Plex is launching a game subscription service filled with Atari games

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    From Plex:

    Game On: A Plex Blog Story

    It should come as no surprise that we here at Plex are media lovers. Consummate curators of all that streamy goodness. Voracious imbibers at the fount of all content. Okay, gross, but you get the point. Anyway, every so often an armchair Reddit philosopher comes forth to question some basic truths: “What exactly is the nature of ‘Media’?” they ask. And “How can Plex help us media lovers more fully consummate our curationship?” Okay, sorry, gross again. But it’s a fair question, and one that deserves a little more attention.

    Not to date ourselves, but quite a few of us are products of the ‘80s and ‘90s. And when we think about the media that shaped our childhoods and young adult lives, there was one thing that defined us and made it clear that even though we were weird, at the very least we weren’t weird alone. That’s right: stamp collections!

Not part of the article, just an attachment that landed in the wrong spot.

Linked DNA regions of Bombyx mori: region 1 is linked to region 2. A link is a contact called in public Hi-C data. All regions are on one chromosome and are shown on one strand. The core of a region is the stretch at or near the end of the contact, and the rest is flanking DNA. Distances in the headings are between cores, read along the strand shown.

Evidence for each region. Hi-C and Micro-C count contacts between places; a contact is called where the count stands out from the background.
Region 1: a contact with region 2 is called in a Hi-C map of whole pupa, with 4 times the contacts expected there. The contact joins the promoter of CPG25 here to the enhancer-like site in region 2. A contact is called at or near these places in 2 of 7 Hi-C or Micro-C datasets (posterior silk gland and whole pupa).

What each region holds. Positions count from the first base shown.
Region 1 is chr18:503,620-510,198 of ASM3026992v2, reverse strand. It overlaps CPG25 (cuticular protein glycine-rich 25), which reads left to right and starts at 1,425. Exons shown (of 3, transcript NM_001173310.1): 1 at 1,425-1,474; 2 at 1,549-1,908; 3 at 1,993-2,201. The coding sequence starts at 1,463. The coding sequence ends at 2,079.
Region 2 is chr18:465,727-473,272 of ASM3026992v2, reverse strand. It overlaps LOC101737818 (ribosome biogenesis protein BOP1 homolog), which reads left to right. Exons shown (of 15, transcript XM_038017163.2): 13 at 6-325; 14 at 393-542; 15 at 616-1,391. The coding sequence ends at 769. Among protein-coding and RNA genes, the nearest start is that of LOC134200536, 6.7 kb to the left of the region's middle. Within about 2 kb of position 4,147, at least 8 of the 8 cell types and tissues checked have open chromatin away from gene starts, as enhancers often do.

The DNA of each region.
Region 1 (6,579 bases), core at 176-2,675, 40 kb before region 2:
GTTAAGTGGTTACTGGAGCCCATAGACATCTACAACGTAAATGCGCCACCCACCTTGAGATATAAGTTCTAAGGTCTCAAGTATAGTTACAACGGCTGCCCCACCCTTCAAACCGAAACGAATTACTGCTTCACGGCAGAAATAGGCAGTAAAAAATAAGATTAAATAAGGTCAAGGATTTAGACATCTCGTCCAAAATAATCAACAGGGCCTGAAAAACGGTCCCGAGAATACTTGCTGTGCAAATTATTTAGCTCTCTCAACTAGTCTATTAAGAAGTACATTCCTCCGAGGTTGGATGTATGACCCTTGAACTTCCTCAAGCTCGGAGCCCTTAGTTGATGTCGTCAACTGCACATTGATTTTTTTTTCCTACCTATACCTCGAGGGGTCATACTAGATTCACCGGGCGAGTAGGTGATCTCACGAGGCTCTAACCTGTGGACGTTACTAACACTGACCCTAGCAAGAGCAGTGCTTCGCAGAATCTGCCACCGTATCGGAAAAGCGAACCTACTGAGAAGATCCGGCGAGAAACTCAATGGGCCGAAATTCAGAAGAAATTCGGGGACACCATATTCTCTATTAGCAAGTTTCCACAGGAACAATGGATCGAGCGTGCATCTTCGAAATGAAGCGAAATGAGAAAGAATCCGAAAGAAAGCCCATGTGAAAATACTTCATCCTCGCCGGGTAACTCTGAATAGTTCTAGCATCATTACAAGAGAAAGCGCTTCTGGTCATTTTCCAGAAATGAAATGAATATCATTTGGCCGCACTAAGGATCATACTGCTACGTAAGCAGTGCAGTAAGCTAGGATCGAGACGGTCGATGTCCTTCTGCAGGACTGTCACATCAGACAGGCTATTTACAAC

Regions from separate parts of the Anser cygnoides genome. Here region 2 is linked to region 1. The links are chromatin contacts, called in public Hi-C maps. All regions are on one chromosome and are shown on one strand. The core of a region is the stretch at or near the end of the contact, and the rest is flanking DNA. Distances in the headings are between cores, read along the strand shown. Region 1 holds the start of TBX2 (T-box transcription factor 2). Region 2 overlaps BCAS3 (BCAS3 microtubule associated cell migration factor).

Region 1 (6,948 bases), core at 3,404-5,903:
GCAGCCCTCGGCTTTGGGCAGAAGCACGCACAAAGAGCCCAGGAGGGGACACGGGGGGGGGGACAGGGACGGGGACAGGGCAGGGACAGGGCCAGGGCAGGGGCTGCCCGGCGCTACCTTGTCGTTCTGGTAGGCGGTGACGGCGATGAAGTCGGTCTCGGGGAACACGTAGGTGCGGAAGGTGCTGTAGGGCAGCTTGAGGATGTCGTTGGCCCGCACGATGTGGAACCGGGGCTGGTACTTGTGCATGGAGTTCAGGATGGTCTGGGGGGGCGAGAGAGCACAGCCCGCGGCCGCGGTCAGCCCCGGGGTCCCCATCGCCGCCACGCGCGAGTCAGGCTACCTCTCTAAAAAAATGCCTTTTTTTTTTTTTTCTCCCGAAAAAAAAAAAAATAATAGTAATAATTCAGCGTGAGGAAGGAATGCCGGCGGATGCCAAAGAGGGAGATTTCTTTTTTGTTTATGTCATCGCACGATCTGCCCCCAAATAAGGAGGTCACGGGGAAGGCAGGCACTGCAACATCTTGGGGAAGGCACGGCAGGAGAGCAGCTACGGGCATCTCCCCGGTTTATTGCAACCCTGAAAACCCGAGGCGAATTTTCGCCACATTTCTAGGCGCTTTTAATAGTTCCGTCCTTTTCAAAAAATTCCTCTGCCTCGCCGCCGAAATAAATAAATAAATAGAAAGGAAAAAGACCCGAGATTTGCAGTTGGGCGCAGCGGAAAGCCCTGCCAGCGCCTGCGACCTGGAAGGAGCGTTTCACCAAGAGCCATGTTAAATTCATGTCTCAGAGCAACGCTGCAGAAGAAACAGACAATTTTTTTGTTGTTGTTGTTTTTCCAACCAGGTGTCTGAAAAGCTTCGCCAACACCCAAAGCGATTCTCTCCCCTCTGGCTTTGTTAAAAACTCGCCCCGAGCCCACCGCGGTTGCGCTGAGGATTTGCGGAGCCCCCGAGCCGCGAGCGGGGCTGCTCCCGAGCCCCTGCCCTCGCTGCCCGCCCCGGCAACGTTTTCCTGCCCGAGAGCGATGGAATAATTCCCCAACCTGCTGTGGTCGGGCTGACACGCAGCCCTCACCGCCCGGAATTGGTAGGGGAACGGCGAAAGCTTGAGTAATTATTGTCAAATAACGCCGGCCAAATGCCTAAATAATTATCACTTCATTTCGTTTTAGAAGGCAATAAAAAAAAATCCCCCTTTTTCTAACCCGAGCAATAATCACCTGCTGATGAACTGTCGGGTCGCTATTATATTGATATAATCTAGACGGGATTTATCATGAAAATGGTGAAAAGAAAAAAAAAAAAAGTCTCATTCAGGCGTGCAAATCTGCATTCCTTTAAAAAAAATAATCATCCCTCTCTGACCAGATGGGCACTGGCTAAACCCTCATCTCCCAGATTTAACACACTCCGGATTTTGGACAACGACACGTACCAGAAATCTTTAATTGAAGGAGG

Oh wait. We meant VIDEO GAMES.


    From The Verge:

    Plex is launching a game subscription service filled with Atari games

    Plex, well known as a service for streaming movies, music, and TV shows from your own computer, is now adding another thing you can stream: video games (via Protocol). Plex announced the new service, called Plex Arcade, on its blog and also launched a website for it. The service will cost $3 a month if you’re a Plex Pass subscriber, and $5 a month if you’re not.

    Instead of focusing on modern console or phone games like its competitors, Plex lets you play Atari games. It’s taking the arcade name seriously, as you can play arcade classics from Atari, like Centipede, Super Breakout, and Missile Command, as well as games from the Atari 2600 and 7800. Overall, there are 27 games available on the service.


    Uh, okay, but I really wanted Plex to bake in a service to play back audiobooks. Also, it’s only available on servers running either the Windows or Mac software, thus my FreeNAS server is OUT.

    “All parts should go together without forcing. You must remember that the parts you are reassembling were disassembled by you. Therefore, if you can’t get them together again, there must be a reason. By all means, do not use a hammer.” —IBM Manual, 1925

    • This topic was modified 2 months, 3 weeks ago by ZLothZLoth.
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    If Plex wanted to provide a nice front-end for all of my existing emulation/gaming needs, that would be dandy. But I’m not holding my breath.

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